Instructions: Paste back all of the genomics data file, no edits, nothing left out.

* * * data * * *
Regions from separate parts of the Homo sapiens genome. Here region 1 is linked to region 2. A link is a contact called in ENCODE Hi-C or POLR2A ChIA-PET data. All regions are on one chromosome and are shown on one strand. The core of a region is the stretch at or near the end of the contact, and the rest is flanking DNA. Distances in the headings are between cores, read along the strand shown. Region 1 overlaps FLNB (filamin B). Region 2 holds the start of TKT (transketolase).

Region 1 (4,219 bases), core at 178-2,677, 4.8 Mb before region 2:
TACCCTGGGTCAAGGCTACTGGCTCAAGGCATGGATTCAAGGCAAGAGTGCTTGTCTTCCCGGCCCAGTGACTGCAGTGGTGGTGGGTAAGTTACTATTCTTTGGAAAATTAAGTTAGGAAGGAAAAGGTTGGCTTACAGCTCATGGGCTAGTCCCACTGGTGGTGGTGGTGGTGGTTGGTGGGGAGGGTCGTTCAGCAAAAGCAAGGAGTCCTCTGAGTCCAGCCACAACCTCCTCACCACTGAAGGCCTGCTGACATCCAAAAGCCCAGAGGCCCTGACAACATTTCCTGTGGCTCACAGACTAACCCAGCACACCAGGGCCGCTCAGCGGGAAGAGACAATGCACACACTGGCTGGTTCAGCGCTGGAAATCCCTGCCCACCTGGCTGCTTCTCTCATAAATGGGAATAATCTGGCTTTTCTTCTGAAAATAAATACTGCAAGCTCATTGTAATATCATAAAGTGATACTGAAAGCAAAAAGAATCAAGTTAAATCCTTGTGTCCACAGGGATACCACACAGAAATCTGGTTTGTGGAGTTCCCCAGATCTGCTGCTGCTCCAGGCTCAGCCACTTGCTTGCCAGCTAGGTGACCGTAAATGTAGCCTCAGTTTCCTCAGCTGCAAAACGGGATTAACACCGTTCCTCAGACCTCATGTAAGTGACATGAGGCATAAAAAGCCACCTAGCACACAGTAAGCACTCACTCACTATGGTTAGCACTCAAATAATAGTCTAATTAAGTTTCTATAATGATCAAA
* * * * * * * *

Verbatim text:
Regions from separate parts of the Homo sapiens genome. Here region 1 is linked to region 2. A link is a contact called in ENCODE Hi-C or POLR2A ChIA-PET data. All regions are on one chromosome and are shown on one strand. The core of a region is the stretch at or near the end of the contact, and the rest is flanking DNA. Distances in the headings are between cores, read along the strand shown. Region 1 overlaps FLNB (filamin B). Region 2 holds the start of TKT (transketolase).

Region 1 (4,219 bases), core at 178-2,677, 4.8 Mb before region 2:
TACCCTGGGTCAAGGCTACTGGCTCAAGGCATGGATTCAAGGCAAGAGTGCTTGTCTTCCCGGCCCAGTGACTGCAGTGGTGGTGGGTAAGTTACTATTCTTTGGAAAATTAAGTTAGGAAGGAAAAGGTTGGCTTACAGCTCATGGGCTAGTCCCACTGGTGGTGGTGGTGGTGGTTGGTGGGGAGGGTCGTTCAGCAAAAGCAAGGAGTCCTCTGAGTCCAGCCACAACCTCCTCACCACTGAAGGCCTGCTGACATCCAAAAGCCCAGAGGCCCTGACAACATTTCCTGTGGCTCACAGACTAACCCAGCACACCAGGGCCGCTCAGCGGGAAGAGACAATGCACACACTGGCTGGTTCAGCGCTGGAAATCCCTGCCCACCTGGCTGCTTCTCTCATAAATGGGAATAATCTGGCTTTTCTTCTGAAAATAAATACTGCAAGCTCATTGTAATATCATAAAGTGATACTGAAAGCAAAAAGAATCAAGTTAAATCCTTGTGTCCACAGGGATACCACACAGAAATCTGGTTTGTGGAGTTCCCCAGATCTGCTGCTGCTCCAGGCTCAGCCACTTGCTTGCCAGCTAGGTGACCGTAAATGTAGCCTCAGTTTCCTCAGCTGCAAAACGGGATTAACACCGTTCCTCAGACCTCATGTAAGTGACATGAGGCATAAAAAGCCACCTAGCACACAGTAAGCACTCACTCACTATGGTTAGCACTCAAATAATAGTCTAATTAAGTTTCTATAATGATCAAA